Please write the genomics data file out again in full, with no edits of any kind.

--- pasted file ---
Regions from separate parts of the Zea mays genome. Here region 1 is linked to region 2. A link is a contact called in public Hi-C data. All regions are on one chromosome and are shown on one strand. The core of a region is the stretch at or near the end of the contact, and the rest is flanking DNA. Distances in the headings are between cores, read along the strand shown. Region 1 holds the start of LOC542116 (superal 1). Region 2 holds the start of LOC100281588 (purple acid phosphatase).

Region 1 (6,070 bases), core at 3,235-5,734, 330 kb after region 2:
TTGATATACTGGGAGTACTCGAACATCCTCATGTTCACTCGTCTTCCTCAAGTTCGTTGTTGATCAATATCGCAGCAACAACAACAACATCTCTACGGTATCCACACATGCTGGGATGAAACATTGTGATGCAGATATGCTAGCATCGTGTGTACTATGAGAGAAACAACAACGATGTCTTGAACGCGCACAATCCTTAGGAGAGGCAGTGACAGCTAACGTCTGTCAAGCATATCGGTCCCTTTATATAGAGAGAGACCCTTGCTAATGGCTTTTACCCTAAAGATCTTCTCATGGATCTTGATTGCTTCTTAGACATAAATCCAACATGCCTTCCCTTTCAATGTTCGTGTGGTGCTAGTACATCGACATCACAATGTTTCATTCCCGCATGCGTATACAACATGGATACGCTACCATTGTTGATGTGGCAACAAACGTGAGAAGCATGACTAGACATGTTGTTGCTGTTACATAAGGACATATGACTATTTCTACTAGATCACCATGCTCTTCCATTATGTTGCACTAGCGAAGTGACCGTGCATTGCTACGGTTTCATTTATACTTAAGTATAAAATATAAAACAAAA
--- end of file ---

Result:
Regions from separate parts of the Zea mays genome. Here region 1 is linked to region 2. A link is a contact called in public Hi-C data. All regions are on one chromosome and are shown on one strand. The core of a region is the stretch at or near the end of the contact, and the rest is flanking DNA. Distances in the headings are between cores, read along the strand shown. Region 1 holds the start of LOC542116 (superal 1). Region 2 holds the start of LOC100281588 (purple acid phosphatase).

Region 1 (6,070 bases), core at 3,235-5,734, 330 kb after region 2:
TTGATATACTGGGAGTACTCGAACATCCTCATGTTCACTCGTCTTCCTCAAGTTCGTTGTTGATCAATATCGCAGCAACAACAACAACATCTCTACGGTATCCACACATGCTGGGATGAAACATTGTGATGCAGATATGCTAGCATCGTGTGTACTATGAGAGAAACAACAACGATGTCTTGAACGCGCACAATCCTTAGGAGAGGCAGTGACAGCTAACGTCTGTCAAGCATATCGGTCCCTTTATATAGAGAGAGACCCTTGCTAATGGCTTTTACCCTAAAGATCTTCTCATGGATCTTGATTGCTTCTTAGACATAAATCCAACATGCCTTCCCTTTCAATGTTCGTGTGGTGCTAGTACATCGACATCACAATGTTTCATTCCCGCATGCGTATACAACATGGATACGCTACCATTGTTGATGTGGCAACAAACGTGAGAAGCATGACTAGACATGTTGTTGCTGTTACATAAGGACATATGACTATTTCTACTAGATCACCATGCTCTTCCATTATGTTGCACTAGCGAAGTGACCGTGCATTGCTACGGTTTCATTTATACTTAAGTATAAAATATAAAACAAAA